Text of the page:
The method of refinement incorporated weighted averages across our various data points (Twitter, YouTube, Google Trends, and Facebook/Instagram rankings) to narrow down which ads were best and worst performing. The goal with this method was never to declaratively state which ads were the best; rather, focus the discussion on a group of roughly twenty ads/brands from which more detailed and thorough analysis could be completed, as well as drawing qualitative insights from the style and tones of the ads themselves.

3 Results

3.1 Top Performing Ads

Refining the Data Set Through Weighted Analysis of Brand Frequency on Twitter and a Custom Omnichannel Performance Ranking

With more than 50 brands placing advertisements in the Super Bowl there was an immediate need to “refine” the field and focus solely on the best and worst performers to procure business actionable insights. Knowing that Twitter is just one of the many platform’s folks use to receive news and voice their opinions, we opted to create a weighted algorithm ranking the performance of these ads across the various channels of interest. We ultimately curated an omnichannel ranking system that was composed of 1) Twitter volume/mentions at a 40% weight, 2) total YouTube views at a 30% weight, 3) the Google Trends popularity score at a 20% weight, and 4) AdWeek’s Facebook/Instagram poll data of best performing ads at a 10% weight. The final result was a rough final score on a scale of 1 to 100 designated the overall performance of said ad across all the channels, meant to simply slim the field (not make declarative statements about performance) for further analysis.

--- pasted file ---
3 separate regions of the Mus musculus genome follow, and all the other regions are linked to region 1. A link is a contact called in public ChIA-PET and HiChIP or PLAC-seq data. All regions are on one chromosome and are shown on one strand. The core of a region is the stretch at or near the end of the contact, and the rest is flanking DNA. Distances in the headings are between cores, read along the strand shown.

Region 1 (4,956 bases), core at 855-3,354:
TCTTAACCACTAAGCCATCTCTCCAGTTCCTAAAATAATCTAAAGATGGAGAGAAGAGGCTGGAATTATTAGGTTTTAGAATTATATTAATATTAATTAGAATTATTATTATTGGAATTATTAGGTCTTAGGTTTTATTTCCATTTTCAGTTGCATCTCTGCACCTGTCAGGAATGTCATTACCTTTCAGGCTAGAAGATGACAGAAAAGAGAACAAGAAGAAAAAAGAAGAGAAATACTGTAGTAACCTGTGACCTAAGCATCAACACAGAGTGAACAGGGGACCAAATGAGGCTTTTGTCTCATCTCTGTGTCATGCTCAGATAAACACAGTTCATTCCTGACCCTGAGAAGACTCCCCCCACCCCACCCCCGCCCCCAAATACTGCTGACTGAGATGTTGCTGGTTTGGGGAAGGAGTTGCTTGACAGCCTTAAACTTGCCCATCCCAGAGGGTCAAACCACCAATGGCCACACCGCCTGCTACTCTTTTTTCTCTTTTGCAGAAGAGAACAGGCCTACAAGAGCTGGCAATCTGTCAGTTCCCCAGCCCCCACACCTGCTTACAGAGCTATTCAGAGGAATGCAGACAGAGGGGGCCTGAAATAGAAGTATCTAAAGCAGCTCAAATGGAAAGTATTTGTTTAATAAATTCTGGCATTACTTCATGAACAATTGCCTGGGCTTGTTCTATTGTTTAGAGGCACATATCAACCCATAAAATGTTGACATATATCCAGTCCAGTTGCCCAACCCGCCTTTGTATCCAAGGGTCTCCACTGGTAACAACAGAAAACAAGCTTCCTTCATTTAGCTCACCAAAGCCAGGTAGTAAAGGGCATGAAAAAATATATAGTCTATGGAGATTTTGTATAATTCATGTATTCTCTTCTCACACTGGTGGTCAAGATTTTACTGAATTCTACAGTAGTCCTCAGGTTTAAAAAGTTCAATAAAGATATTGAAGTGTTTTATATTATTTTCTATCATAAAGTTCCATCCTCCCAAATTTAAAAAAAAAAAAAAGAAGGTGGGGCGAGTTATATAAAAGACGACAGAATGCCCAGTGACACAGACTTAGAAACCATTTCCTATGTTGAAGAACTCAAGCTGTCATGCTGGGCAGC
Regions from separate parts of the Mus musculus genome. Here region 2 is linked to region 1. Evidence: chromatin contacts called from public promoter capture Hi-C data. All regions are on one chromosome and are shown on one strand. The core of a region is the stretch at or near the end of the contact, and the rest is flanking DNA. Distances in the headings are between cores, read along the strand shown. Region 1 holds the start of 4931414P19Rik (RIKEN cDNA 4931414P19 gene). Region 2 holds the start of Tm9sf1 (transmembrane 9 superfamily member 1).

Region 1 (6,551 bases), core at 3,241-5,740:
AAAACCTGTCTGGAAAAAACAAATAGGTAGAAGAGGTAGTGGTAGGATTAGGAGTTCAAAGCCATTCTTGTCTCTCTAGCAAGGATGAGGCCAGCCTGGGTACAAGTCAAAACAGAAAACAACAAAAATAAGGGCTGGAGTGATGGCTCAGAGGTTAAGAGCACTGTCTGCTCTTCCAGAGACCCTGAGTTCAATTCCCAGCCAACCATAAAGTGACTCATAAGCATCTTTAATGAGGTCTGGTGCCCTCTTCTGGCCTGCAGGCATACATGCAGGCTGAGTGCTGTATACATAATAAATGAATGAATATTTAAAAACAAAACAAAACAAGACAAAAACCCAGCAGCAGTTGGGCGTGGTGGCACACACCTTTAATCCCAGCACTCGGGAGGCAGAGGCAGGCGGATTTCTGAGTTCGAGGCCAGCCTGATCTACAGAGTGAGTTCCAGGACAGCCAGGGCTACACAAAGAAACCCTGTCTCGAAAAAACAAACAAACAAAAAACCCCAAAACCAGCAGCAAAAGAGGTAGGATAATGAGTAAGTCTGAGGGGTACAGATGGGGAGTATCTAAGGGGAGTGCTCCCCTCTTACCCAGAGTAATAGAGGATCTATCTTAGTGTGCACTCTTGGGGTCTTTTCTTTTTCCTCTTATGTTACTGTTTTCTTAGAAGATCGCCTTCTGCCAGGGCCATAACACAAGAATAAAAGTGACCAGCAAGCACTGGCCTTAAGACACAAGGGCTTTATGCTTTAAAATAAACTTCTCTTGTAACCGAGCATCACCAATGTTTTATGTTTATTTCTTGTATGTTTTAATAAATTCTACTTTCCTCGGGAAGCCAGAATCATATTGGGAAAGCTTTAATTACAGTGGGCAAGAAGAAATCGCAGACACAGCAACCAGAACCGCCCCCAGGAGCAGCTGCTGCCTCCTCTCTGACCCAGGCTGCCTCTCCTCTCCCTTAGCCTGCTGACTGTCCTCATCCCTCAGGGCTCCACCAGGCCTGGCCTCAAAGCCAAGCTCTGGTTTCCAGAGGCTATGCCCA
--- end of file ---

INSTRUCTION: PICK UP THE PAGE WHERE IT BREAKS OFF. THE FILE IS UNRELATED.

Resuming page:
Top Superbowl Commercials
The dual axis measurement above shows the volume of tweets (blue bars) against our custom omnichannel ranking (yellow line) to roughly determine top performing ads. The top 11 are shown above, while we considered the top 20 to 25 for further analysis.

The results are certainly imperfect (such is the nature of a subjective weighted system), but did narrow our focus down on the top ads without having to solely focus on just Twitter data. We still see that all the ads – apart from Trump’s Criminal Justice Reform and The Cool Ranch Doritos spot – were generally high performing on Twitter, showing that our strong weighting of that platform bled through. However, this did give more preference to ads that had strong Google Search trends (visualized later in this results section) and YouTube viewership data such as Smaht Pahk, Can’t Touch this, and Groundhog Day which otherwise show up as middling in just the Twitter data. This also limited the effect of something like Mama Test 5G from overtaking the other ads simply because a Twitter competition was run.

3.2 Brand Return on Investment Calculated

by Tweet Frequency

Marketing campaigns are ultimately asked if the ad was worth the money spent. To determine the ROI we created a ratio to look at cost per tweet. We looked up the amount of ad time the brand purchased and used $5.6 million per 30 second ad to determine the cost. The top three brands that got the most tweets generated per dollar spent are Pringles, MGM, and T-Mobile. We found that there is not a correlation between amount of money spent and the number of tweets. It is not enough to throw money at the ad, but the brand needs to exhibit some creativity to connect with viewers.

Total Cost per Tweet by Brand

3.3 Year Over Year Tweet Growth & Loss

The next piece of analysis looked at brands from 2019 and 2020 that were repeated advertisers. We computed tweet volume for both of the years and then analyzed the difference in tweets from year over year. As expected, brands that had a huge impact (such as Marvel) which had much less anticipated ads suffered the worst.